ISLAMABAD: Prime Minister Imran Khan has said that steps have been taken to facilitate the Sikh community through Kartarpur Corridor, which will be opened for the 550th birth anniversary of Baba Guru Nanak in November.
He was speaking at an event titled ‘One land, one flag and one nation’ held in connection with Minority Day at the Aiwan-i-Sadr on Monday.
The country observed Minority Day in connection with the Quaid-i-Azam’s address to the legislative assembly on Aug 11, 1947 where he had stated that all citizens were free to go to their worship places without distinction of their religions or faiths.
In his speech, the prime minister said that there was no precedent in Islamic history for forcefully converting others, and those who do so knew neither the history of Islam, nor their religion, the Quran or Sunnah.
He said that unjust practice of forced conversions needed to be stopped as it gravely violated Islamic values and the Constitution.
President, PM assure religious minorities of social protection, freedom to practise faith
“Those who force others to adopt a particular religion are totally unaware of the teachings of the Quran and Sunnah,” he said in reference to forced conversion of Hindu girls through marriages as reported in Sindh.
A nation could not live without a vision, he said, stressing that Pakistan needed to follow the vision of Riasat-i-Madina where all religious minorities enjoyed equal rights.
“How can we then take it into our own hands to forcefully convert someone to Islam — either by marrying [non-Muslim] women [...] or on gunpoint or to [by threatening to] kill someone because of their religion?” he asked.
“We will protect the worship places of all religions and will change the mindset of people in line with Islamic injunctions,” he assured the minority communities.
He announced plans to set up chairs at the country’s leading universities for in-depth study of the subject. The premier added that PhD degree research would be conducted on the world’s first welfare State of Madina, which embodied principles of rule of law, justice, peace and equality for all regardless of race, religion and gender.
The prime minister termed accountability an important component of a welfare state and said the politicians convicted in corruption cases could not bring even single documentary proof.
He said in 10 years, the looters of the public exchequer inflicted a financial loss of Rs 24,000 billion on the country and now were calling their accountability as political victimisation.
The event was also attended by President Arif Alvi as well as representatives of different communities, including Christians, Hindus, Sikhs, Baha’i and Kalash.
Speaking on the occasion, President Alvi said that the concept of a modern Islamic state was incomplete without principles of social equality and assured the religious minorities in the country of full freedom to practice their faith.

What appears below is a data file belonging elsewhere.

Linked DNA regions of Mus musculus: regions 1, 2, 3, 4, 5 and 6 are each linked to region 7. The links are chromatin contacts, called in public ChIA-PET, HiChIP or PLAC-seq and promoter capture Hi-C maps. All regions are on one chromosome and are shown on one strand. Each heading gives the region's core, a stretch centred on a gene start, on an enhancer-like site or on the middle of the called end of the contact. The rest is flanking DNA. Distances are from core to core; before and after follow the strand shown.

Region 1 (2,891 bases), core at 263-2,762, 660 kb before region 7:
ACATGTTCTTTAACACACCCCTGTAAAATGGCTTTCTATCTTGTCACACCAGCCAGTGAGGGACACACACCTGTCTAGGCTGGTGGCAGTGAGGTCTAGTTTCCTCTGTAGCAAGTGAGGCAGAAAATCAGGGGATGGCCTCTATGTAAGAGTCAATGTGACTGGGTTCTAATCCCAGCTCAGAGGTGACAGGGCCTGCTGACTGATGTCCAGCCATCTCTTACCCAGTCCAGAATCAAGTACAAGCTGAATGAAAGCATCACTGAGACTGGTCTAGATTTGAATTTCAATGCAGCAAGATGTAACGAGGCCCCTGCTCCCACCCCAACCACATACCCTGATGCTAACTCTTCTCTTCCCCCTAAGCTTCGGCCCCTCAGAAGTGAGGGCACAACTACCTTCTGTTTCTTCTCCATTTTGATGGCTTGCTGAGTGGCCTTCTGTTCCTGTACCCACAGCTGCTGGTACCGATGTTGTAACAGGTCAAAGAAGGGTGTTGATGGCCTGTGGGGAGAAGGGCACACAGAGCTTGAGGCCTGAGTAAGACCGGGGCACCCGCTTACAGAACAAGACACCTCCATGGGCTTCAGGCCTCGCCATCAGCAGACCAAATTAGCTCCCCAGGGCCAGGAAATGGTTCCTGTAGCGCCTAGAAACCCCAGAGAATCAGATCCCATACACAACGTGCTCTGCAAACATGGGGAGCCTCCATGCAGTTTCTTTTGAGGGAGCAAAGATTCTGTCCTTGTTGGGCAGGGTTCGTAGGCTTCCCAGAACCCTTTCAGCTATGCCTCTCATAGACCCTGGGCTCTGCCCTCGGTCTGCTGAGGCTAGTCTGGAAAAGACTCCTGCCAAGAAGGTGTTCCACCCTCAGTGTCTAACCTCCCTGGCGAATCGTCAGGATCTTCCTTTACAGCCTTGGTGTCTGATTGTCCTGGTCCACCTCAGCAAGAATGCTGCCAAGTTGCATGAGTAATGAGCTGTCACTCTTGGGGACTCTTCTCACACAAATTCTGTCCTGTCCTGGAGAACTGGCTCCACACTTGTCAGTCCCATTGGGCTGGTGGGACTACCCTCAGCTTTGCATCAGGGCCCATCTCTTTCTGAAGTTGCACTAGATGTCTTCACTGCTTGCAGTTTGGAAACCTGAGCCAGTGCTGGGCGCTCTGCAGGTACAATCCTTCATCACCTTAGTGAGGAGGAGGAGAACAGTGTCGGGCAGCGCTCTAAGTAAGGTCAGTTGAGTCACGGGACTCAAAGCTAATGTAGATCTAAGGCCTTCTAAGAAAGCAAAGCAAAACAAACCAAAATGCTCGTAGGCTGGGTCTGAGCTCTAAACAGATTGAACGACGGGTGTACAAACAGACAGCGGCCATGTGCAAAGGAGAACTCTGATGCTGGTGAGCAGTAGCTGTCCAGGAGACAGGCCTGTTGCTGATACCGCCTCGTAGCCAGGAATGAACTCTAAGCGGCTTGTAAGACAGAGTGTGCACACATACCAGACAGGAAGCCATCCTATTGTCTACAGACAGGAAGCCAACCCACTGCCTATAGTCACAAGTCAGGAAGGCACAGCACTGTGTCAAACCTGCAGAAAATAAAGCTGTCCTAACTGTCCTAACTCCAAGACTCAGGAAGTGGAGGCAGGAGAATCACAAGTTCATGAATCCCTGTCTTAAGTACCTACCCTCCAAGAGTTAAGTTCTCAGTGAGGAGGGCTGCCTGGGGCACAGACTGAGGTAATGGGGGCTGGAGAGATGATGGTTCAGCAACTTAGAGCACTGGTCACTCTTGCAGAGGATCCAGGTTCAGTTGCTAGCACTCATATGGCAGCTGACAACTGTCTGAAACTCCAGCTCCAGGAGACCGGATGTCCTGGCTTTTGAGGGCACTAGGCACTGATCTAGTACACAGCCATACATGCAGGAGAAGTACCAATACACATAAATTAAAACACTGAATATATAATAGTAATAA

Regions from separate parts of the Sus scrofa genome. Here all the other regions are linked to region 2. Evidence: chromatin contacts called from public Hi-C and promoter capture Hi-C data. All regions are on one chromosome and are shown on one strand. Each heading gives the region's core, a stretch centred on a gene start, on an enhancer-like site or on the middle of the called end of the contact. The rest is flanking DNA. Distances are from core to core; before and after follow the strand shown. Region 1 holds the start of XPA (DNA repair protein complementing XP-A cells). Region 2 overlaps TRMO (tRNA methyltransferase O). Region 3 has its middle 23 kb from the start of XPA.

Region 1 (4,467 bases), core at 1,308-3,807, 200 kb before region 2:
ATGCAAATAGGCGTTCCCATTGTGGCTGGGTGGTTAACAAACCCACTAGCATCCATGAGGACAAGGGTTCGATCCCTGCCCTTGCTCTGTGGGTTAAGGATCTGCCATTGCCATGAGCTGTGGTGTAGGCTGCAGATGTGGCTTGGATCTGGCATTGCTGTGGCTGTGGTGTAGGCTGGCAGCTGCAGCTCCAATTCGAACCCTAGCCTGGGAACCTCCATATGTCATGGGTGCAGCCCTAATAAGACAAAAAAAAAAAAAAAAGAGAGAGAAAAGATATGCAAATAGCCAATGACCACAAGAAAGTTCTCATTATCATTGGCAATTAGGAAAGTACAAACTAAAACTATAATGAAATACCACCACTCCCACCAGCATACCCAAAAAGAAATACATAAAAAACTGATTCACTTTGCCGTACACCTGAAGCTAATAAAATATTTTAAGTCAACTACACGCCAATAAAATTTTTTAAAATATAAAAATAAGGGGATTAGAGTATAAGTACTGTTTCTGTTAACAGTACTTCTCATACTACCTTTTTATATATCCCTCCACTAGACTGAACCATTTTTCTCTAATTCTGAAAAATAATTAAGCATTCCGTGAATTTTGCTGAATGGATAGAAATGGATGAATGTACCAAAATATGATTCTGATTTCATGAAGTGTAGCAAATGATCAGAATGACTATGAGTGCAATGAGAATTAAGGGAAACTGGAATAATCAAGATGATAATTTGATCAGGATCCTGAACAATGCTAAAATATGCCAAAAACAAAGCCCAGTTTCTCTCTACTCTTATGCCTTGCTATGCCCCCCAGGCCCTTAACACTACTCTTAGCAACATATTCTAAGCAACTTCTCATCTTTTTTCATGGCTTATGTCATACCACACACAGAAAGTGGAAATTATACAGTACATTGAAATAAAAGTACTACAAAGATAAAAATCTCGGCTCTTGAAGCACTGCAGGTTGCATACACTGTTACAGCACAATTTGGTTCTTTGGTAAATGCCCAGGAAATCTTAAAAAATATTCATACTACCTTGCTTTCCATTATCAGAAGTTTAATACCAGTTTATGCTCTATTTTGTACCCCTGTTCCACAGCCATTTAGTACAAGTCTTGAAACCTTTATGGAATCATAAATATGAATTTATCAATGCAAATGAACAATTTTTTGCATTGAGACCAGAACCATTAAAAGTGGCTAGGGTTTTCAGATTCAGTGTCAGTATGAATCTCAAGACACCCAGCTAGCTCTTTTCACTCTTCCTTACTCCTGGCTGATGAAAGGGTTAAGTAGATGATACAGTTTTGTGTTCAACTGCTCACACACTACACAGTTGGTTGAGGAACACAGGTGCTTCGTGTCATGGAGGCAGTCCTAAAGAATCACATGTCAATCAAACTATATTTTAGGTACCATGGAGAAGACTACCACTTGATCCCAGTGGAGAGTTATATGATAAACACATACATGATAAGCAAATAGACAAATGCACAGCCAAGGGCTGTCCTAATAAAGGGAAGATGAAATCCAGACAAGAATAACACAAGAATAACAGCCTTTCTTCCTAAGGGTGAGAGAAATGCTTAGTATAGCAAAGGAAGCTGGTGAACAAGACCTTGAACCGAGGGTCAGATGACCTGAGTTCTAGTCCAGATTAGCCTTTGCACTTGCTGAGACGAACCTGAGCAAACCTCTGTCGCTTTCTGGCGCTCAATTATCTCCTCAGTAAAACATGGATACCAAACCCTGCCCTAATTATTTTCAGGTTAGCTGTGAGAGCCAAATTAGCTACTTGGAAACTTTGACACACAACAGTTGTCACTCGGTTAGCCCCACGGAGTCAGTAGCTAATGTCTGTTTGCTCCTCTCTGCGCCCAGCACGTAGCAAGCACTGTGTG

“Pakistan belongs to its all communities regardless of any religion, which united to make a beautiful bouquet of inter-faith harmony,” he said.
President Dr Alvi said the country’s leadership was determined to make Pakistan a true reflection of the ideals of State of Madina, the vision of the Quaid and the philosophy of national poet Allama Iqbal.
“You have a steadfast prime minister, and I tell you, he will not inch backward unless achieve his goal of a welfare state,” the president told the audience comprising bishops, pundits, pastors and other religious leaders.
He said all religious minorities were an important part of Pakistan and lauded their contribution for the country in diverse fields. He quoted a saying of Prophet Muhammad (Peace be upon him) that “anyone becoming tyrant towards a non-Muslim, would be contested by me on the Day of Judgement”.
Federal Minister for Religious Affairs and Inter-faith Harmony Pir Noorul Haq Qadri said that for the last one year, the ministry had taken special steps to mark holy events of all faiths, including Christmas, Holi, Dewali, Besakhi, and others.
He said the government of the Pakistan Tehreek-i-Insaf made appointment of the chairman of the Evacuee Trust Board on merit after proper advertisement and interview, regretting that earlier the kitty was misappropriated by the political appointees of the previous government.
Representatives of different religious communities shared their views on the occasion and expressed commitment to continuing contributing to the country’s solidarity and prosperity.
Bishop of Lahore Irfan Jamil said the Christian community was playing a significant role in the fields of education, medicine, social work and even in the armed forces. He called for implementation of five per cent reserved job quota for minorities in true letter and spirit, elimination of hate material from syllabus and also legislation related to Christian marriage and divorce.
Representing the Hindu community, Parliamentary Secretary for Human Rights in the National Assembly Lal Chand Malhi expressed satisfaction that presence of both the president and the prime minister at the event for minorities showed their seriousness about making Pakistan a reflection of the Quaid’s vision.
Isphanyar Bhandara speaking on behalf of the Parsi community said protection of minorities was linked with the country’s solidarity and urged the government to rename the major roads in the names of non-Muslim prominent personalities.
Dr Seema Fozdar representing the Baha’i community said Pakistan’s minorities presented a beautiful mix of religions that needed tolerance and harmony for a peaceful society.
Published in Dawn, July 30th, 2019